One Man Guy

By Michael Barakiva
Published on May 27th 2014
Published by Farrar, Straus and Giroux (BYR)
Source: Publisher
Funny and heartfelt, One Man Guy brings to mind the raucous family humor and gentle romance of My Big Fat Greek Wedding, as told with David Sedaris–style wit.

Alek Khederian should have guessed something was wrong when his parents took him to a restaurant. Everyone knows that Armenians never eat out. Between bouts of interrogating the waitress and criticizing the menu, Alek’s parents announce that he’ll be attending summer school in order to bring up his grades. Alek is sure this experience will be the perfect hellish end to his hellish freshman year of high school. He never could’ve predicted that he’d meet someone like Ethan.

Ethan is everything Alek wishes he were: confident, free-spirited, and irreverent. He can’t believe a guy this cool wants to be his friend. And before long, it seems like Ethan wants to be more than friends. Alek has never thought about having a boyfriend—he’s barely ever had a girlfriend—but maybe it’s time to think again.
Finally, a story about two boys in love where the focus is not on how terrible and awful coming out or being gay is.  Look, I know that it's realistic for coming out, especially as a young person, to be something challenging, but so many LGBT-themed YA books primarily focus on the drama being around coming out, rather than any of the other relationship hurdles that kids face.  I was so pleased to see that all the relationship drama in this one was due to kids being kids, and not because of unaccepting parents or friends.  It was no different than any other contemporary teen romance: miscommunications, weird relationships with your family, and mixed signals. So very refreshing!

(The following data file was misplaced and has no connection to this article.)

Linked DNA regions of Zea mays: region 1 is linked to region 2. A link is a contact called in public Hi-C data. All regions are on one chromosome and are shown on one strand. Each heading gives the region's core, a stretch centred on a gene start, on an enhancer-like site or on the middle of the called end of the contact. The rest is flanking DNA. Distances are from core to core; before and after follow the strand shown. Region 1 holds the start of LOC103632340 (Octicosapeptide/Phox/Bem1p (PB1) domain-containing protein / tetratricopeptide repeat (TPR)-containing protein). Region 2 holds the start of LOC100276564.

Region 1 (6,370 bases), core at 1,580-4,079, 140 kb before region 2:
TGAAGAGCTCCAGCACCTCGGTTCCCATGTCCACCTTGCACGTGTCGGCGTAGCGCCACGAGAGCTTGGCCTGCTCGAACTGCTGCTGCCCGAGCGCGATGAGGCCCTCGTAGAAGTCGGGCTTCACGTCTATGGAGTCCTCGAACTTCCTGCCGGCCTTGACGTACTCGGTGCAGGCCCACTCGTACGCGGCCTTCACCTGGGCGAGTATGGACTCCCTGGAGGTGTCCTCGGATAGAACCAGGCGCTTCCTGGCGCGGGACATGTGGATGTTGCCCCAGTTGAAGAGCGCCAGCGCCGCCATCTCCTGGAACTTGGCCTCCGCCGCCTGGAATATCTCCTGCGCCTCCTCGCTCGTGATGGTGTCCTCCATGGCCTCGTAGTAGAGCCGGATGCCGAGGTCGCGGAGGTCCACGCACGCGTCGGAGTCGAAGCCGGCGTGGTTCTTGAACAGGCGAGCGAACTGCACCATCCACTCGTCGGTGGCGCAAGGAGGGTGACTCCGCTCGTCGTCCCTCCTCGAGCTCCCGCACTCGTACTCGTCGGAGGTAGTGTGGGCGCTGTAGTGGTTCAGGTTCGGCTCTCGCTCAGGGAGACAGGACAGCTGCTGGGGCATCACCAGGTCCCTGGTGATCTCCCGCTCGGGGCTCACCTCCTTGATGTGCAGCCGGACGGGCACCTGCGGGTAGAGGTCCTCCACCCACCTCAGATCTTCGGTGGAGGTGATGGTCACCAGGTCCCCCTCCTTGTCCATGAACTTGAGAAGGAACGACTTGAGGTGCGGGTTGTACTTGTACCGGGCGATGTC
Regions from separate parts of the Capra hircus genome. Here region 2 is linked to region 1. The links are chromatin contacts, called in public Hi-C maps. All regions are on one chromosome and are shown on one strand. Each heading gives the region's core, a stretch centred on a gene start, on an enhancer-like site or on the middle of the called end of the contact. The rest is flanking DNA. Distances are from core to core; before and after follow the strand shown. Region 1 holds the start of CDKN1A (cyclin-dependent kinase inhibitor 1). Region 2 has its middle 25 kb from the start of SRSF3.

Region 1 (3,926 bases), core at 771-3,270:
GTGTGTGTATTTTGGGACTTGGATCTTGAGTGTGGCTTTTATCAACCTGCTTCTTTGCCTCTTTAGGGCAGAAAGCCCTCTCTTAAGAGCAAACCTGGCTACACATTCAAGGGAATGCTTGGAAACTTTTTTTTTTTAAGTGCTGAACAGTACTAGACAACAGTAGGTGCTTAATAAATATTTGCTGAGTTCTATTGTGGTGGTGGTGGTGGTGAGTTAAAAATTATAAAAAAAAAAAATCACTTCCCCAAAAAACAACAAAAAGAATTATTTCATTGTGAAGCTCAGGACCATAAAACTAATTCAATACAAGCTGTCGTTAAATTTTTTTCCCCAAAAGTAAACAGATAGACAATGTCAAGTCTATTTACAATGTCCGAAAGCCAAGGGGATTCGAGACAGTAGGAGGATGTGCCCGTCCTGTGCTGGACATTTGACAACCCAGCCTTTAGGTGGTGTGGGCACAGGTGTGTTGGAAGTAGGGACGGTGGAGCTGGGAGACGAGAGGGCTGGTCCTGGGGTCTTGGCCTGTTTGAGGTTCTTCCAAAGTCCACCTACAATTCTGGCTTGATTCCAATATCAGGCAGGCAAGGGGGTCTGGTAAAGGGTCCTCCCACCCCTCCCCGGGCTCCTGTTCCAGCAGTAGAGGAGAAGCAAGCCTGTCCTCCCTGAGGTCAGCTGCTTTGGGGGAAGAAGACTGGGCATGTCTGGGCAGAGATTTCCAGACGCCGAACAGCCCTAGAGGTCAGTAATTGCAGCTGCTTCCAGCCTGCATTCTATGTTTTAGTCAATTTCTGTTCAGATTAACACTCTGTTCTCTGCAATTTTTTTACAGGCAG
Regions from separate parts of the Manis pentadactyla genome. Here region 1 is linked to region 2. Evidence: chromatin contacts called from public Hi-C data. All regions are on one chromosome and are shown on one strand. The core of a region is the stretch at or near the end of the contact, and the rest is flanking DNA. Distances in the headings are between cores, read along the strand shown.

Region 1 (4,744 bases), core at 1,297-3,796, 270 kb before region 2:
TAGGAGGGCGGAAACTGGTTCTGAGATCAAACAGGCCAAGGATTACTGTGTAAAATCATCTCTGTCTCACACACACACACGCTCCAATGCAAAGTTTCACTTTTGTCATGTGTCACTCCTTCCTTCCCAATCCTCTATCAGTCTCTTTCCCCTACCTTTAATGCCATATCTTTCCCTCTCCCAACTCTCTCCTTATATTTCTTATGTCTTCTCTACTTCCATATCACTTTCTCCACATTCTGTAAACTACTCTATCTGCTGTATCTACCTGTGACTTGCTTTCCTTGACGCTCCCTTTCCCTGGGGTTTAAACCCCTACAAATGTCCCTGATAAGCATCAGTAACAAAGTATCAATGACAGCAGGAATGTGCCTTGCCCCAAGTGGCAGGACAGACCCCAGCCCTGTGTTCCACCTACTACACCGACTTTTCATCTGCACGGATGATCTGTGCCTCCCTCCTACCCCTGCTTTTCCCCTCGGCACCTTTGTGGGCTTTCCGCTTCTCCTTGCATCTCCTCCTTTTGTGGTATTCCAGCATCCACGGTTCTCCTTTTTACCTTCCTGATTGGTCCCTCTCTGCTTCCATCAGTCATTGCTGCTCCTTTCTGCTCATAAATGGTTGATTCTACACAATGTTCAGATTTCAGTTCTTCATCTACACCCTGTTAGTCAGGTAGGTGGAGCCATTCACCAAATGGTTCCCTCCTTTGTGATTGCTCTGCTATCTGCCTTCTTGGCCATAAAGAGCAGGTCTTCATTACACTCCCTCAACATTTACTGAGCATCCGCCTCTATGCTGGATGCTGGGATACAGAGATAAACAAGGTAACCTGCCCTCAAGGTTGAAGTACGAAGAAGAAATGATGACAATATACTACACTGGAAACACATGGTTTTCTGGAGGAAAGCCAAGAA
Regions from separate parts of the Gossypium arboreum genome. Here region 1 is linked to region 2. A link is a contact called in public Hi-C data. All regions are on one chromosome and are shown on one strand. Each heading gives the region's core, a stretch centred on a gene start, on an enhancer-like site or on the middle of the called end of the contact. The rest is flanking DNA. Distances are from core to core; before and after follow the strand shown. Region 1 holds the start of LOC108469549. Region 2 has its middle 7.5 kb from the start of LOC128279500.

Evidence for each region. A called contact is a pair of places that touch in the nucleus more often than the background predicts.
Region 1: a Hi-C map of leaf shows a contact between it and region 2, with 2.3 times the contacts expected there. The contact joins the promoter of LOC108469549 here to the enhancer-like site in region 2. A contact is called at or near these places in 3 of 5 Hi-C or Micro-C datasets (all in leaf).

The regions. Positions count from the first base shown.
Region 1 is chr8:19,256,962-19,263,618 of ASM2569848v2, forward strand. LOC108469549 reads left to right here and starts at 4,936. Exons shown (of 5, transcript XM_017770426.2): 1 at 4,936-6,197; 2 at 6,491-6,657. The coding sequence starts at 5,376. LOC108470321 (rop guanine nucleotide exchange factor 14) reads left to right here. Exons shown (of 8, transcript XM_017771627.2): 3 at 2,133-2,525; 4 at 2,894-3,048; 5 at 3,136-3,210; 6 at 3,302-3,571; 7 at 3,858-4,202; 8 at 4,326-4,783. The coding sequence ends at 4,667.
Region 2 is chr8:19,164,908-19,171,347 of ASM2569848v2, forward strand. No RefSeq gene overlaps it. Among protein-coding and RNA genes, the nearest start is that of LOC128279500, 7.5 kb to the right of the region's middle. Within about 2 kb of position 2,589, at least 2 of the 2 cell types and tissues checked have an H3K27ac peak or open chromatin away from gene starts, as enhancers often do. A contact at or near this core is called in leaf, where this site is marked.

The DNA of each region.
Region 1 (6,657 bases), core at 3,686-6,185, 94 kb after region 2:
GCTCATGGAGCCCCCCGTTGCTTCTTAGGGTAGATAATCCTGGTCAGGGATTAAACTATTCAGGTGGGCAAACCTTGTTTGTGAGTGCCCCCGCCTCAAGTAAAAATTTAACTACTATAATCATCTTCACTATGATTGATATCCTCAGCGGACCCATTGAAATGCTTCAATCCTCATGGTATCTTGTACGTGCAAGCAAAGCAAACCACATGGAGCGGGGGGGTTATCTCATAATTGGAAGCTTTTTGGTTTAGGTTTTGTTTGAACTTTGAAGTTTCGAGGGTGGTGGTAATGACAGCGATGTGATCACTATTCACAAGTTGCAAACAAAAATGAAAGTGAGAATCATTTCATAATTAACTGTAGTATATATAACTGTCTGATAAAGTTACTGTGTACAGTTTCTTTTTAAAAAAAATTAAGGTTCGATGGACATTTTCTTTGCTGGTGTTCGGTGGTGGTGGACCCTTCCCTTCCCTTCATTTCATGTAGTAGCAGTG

Overall, I really enjoyed this story.  Sometimes, I found some of the characters annoying, but then I remembered that Alek and his best friend Becky are supposed to be only fourteen years old.  I'm pretty sure I was way annoying and melodramatic as a fourteen year old, so I don't think I have any room to talk about finding someone like Becky to be a little over the top.  (At the same time, contemporary YA books always seem to reinforce how completely boring of a kid I was, as I never would have dared to cut one class, let alone a whole day of school.) I think overall the characters will resonate with readers in the target age demographic.

Although I felt like some aspects of the book were a bit predictable, there are a lot of fresh, new things about this book that I think deserve to be celebrated.  Like I mentioned earlier, Ethan and Alek provide a same-sex romance with no angst about sexuality -- Alek just accepts the fact that he likes Ethan in a more-than-friends way, and gets on with having a crush on him.  I don't know that I've read anything about an Armenian family before, either, so the chance to get to read about the Khederians, their culture, beliefs, etc., was really cool and eye-opening.  It would have been easy to make them into a parody, but even when Alek's parents were at their overbearing worst, everything felt like it was written with love.

This wasn't a perfect read, but I think it's a great start for a debut author who I'm looking forward to reading more from.  Aside from a few make-out scenes, this book is a clean read and appropriate for teens and up.

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